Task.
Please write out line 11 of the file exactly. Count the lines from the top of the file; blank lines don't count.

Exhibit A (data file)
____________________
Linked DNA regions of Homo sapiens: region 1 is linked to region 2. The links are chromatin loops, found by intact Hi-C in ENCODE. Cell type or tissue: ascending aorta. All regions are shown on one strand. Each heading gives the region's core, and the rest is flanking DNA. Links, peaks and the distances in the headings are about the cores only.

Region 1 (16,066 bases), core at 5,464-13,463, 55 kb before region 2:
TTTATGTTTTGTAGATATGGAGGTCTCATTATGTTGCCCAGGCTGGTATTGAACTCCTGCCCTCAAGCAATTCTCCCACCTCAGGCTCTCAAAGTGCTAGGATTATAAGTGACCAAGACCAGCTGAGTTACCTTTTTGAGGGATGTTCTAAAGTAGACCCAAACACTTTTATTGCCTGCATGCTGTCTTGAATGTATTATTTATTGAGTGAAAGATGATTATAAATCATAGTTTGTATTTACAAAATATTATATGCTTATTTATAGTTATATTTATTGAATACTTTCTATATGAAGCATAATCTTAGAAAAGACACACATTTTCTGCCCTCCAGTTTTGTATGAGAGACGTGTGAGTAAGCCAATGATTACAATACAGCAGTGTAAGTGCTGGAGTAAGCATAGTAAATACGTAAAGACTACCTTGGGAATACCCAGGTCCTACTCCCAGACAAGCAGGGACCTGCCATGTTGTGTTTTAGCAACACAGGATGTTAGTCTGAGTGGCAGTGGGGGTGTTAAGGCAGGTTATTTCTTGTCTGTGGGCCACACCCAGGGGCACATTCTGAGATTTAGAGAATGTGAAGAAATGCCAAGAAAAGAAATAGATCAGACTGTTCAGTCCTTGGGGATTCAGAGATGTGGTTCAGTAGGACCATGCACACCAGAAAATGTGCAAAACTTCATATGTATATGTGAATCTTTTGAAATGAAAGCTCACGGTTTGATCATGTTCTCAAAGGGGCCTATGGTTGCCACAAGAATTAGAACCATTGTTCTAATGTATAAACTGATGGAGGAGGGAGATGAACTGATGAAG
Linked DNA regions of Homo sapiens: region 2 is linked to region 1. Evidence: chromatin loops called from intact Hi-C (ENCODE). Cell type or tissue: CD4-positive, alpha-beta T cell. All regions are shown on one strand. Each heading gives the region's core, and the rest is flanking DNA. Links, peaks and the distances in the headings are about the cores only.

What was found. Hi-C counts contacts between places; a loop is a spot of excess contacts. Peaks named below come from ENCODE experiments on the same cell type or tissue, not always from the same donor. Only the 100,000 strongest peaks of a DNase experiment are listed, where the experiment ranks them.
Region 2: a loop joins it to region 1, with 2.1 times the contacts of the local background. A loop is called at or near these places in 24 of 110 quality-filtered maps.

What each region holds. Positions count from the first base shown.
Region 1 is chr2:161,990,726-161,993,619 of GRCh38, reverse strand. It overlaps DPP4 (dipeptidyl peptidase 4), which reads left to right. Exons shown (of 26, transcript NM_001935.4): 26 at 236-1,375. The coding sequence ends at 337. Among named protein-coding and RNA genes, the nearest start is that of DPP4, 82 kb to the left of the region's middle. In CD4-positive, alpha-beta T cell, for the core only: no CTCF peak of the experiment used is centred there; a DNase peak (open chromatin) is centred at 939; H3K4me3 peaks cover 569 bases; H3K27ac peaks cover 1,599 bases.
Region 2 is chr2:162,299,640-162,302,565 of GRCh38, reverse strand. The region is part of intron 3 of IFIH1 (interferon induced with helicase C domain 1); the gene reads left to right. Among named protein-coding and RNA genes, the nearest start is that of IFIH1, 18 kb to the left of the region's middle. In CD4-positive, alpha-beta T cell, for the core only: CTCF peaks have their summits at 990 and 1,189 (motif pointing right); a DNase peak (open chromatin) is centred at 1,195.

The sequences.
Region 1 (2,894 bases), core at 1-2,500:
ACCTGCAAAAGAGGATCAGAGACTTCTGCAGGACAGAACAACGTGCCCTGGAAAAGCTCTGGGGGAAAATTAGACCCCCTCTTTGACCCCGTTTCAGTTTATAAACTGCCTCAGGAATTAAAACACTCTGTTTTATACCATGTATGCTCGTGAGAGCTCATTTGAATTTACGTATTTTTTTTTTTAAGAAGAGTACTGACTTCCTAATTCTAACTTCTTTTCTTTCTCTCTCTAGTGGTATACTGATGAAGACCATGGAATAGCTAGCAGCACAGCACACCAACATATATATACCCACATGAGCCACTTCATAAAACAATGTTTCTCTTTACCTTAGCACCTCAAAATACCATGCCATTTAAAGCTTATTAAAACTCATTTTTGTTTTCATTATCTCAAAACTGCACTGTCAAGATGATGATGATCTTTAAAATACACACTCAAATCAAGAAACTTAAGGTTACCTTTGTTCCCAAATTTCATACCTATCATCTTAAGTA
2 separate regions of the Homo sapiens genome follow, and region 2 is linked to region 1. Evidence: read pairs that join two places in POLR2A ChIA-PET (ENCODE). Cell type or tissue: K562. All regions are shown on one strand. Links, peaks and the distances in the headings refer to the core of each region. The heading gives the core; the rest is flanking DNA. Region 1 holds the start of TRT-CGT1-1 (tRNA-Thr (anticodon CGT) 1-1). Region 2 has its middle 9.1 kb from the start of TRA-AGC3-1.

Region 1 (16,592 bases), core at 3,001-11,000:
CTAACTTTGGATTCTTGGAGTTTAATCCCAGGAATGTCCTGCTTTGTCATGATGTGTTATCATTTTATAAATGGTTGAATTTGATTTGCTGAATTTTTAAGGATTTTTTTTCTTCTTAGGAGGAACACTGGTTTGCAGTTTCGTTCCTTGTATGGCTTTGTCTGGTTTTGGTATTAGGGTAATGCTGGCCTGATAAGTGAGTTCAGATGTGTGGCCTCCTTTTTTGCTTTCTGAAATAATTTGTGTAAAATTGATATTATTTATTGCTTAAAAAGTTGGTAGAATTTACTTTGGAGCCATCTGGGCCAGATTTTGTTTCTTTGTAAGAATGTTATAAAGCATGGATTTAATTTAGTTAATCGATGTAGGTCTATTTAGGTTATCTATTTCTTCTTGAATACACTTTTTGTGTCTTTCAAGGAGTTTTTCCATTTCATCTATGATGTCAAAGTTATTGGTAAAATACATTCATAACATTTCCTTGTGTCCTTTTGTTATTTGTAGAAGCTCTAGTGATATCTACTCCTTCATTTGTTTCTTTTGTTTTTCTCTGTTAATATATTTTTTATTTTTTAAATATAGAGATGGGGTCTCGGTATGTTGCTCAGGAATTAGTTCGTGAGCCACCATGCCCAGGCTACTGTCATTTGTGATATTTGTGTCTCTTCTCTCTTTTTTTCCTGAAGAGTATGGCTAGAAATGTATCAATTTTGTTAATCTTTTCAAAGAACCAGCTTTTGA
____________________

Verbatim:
Region 1 (2,894 bases), core at 1-2,500: